I got a phone call this morning, inviting me on an adventure.
(It was a fairly mundane adventure–more of an errand, really–but an adventure for me nonetheless.)
I summoned up my courage, belted on my longsword, picked up my rucksack and walked out the door.
(Okay, I decided whether or not I really wanted to do this, grabbed some extra cash– and my purse, and headed to the car.)
Despite perils (speed traps and dump trucks, a deer in the road, a box I tripped over…) I returned triumphant…
…and a good day was had by all.
I know this is all kind of vague, deliberately so, because I wanted to use it as an example.
The phone call this morning reminded me of Joseph Campbell’s “Hero’s Journey,” a formula for writing stories, in which the first step is “the call to action.” I wanted to make clear from the start that Campbell’s formula is an excellent method for telling stories, despite the genre or method.
Campbell postulated that stories from all regions of the world, from all time periods, share common themes and patterns.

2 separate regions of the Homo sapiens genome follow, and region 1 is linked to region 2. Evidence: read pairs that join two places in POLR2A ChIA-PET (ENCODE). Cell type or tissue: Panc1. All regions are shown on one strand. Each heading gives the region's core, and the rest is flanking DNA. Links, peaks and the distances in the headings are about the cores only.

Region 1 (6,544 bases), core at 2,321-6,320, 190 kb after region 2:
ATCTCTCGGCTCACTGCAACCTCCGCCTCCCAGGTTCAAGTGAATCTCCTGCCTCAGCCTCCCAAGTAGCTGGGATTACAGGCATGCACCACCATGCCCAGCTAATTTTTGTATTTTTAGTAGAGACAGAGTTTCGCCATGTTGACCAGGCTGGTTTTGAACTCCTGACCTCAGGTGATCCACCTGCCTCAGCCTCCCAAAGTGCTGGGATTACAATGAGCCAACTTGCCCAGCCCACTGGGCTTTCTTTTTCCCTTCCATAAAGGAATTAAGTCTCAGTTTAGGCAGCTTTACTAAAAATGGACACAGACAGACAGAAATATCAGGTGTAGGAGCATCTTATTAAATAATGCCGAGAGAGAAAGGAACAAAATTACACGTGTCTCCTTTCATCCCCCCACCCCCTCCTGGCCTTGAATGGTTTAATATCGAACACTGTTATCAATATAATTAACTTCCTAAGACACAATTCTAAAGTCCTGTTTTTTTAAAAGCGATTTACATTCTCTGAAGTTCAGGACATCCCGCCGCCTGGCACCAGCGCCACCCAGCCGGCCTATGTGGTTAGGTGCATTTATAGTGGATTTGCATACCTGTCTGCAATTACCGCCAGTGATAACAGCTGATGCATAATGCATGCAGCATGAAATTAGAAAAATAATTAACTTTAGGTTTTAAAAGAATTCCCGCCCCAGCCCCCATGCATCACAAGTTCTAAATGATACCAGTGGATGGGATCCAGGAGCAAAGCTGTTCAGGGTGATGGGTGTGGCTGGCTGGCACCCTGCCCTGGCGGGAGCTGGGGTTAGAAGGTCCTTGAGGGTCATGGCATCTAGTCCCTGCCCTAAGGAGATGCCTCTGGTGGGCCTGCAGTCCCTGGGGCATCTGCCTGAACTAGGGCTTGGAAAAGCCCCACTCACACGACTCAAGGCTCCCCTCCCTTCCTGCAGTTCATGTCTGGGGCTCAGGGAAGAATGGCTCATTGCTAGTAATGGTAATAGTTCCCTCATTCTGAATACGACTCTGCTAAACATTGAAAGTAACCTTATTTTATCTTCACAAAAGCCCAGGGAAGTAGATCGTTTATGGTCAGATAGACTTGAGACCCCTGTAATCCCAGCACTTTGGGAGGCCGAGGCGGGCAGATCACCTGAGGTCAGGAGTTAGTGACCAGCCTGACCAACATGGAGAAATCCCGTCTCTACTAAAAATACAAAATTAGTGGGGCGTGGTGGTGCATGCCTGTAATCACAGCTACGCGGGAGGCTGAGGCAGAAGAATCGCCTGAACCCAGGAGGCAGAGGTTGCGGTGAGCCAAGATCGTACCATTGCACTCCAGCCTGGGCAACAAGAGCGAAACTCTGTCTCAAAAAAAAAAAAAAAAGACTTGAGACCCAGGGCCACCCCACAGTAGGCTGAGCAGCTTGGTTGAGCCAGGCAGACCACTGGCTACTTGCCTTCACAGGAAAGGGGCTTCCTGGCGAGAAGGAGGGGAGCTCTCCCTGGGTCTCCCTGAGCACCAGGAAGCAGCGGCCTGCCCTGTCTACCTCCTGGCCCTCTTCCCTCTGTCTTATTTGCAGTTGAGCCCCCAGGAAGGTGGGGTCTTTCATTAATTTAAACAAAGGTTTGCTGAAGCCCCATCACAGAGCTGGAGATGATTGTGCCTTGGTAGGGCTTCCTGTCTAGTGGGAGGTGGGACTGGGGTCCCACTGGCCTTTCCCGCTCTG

The first step in many stories is that the hero gets a call to action. Mine today was literally a phone call, but this call could come in a myriad of forms:
– a near-deathly accident could cause a person to change his life
– a stint in jail could cause a woman to reevaluate her priorities
– a college opportunity causes a student to change majors
– physician discovers something that sends him down a path of research
Basically, a call to action is an event, an opportunity, a discovery– a change from the norm–that brings a person to a decision point.
This “something” usually happens at the very beginning of a novel or short story.
Here’s Your Prompt:
- Write the opening of a new novel or short story: write your hero’s “call to action.” Develop your character enough for us to believe this “call” (and subsequent change in his life) is believable.
- The second part of Campbell’s formula is the “refusal of the call.” Many heros are faced with situations they can’t tolerate. Write the call to action, and follow it up with a scene in which your hero refuses to heed it.
- If your journal, write about a time you received the call. What happened?